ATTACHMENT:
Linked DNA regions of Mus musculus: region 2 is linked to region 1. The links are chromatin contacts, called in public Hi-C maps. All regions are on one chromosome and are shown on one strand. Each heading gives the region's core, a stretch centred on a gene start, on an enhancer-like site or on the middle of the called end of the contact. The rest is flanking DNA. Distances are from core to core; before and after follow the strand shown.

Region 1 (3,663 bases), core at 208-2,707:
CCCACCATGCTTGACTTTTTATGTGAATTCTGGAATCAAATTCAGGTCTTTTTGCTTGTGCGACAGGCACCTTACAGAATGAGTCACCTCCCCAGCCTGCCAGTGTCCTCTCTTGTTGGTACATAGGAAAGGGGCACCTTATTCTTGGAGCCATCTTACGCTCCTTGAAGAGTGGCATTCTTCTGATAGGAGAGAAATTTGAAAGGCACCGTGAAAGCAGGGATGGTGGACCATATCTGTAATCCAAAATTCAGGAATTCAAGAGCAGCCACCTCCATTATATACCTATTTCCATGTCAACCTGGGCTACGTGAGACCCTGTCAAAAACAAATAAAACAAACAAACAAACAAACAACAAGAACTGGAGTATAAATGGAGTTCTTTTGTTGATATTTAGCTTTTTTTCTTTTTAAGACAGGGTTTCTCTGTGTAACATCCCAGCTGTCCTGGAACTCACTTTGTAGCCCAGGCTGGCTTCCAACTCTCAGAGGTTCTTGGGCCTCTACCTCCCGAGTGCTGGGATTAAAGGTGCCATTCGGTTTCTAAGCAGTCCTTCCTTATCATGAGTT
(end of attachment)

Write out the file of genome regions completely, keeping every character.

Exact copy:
Linked DNA regions of Mus musculus: region 2 is linked to region 1. The links are chromatin contacts, called in public Hi-C maps. All regions are on one chromosome and are shown on one strand. Each heading gives the region's core, a stretch centred on a gene start, on an enhancer-like site or on the middle of the called end of the contact. The rest is flanking DNA. Distances are from core to core; before and after follow the strand shown.

Region 1 (3,663 bases), core at 208-2,707:
CCCACCATGCTTGACTTTTTATGTGAATTCTGGAATCAAATTCAGGTCTTTTTGCTTGTGCGACAGGCACCTTACAGAATGAGTCACCTCCCCAGCCTGCCAGTGTCCTCTCTTGTTGGTACATAGGAAAGGGGCACCTTATTCTTGGAGCCATCTTACGCTCCTTGAAGAGTGGCATTCTTCTGATAGGAGAGAAATTTGAAAGGCACCGTGAAAGCAGGGATGGTGGACCATATCTGTAATCCAAAATTCAGGAATTCAAGAGCAGCCACCTCCATTATATACCTATTTCCATGTCAACCTGGGCTACGTGAGACCCTGTCAAAAACAAATAAAACAAACAAACAAACAAACAACAAGAACTGGAGTATAAATGGAGTTCTTTTGTTGATATTTAGCTTTTTTTCTTTTTAAGACAGGGTTTCTCTGTGTAACATCCCAGCTGTCCTGGAACTCACTTTGTAGCCCAGGCTGGCTTCCAACTCTCAGAGGTTCTTGGGCCTCTACCTCCCGAGTGCTGGGATTAAAGGTGCCATTCGGTTTCTAAGCAGTCCTTCCTTATCATGAGTT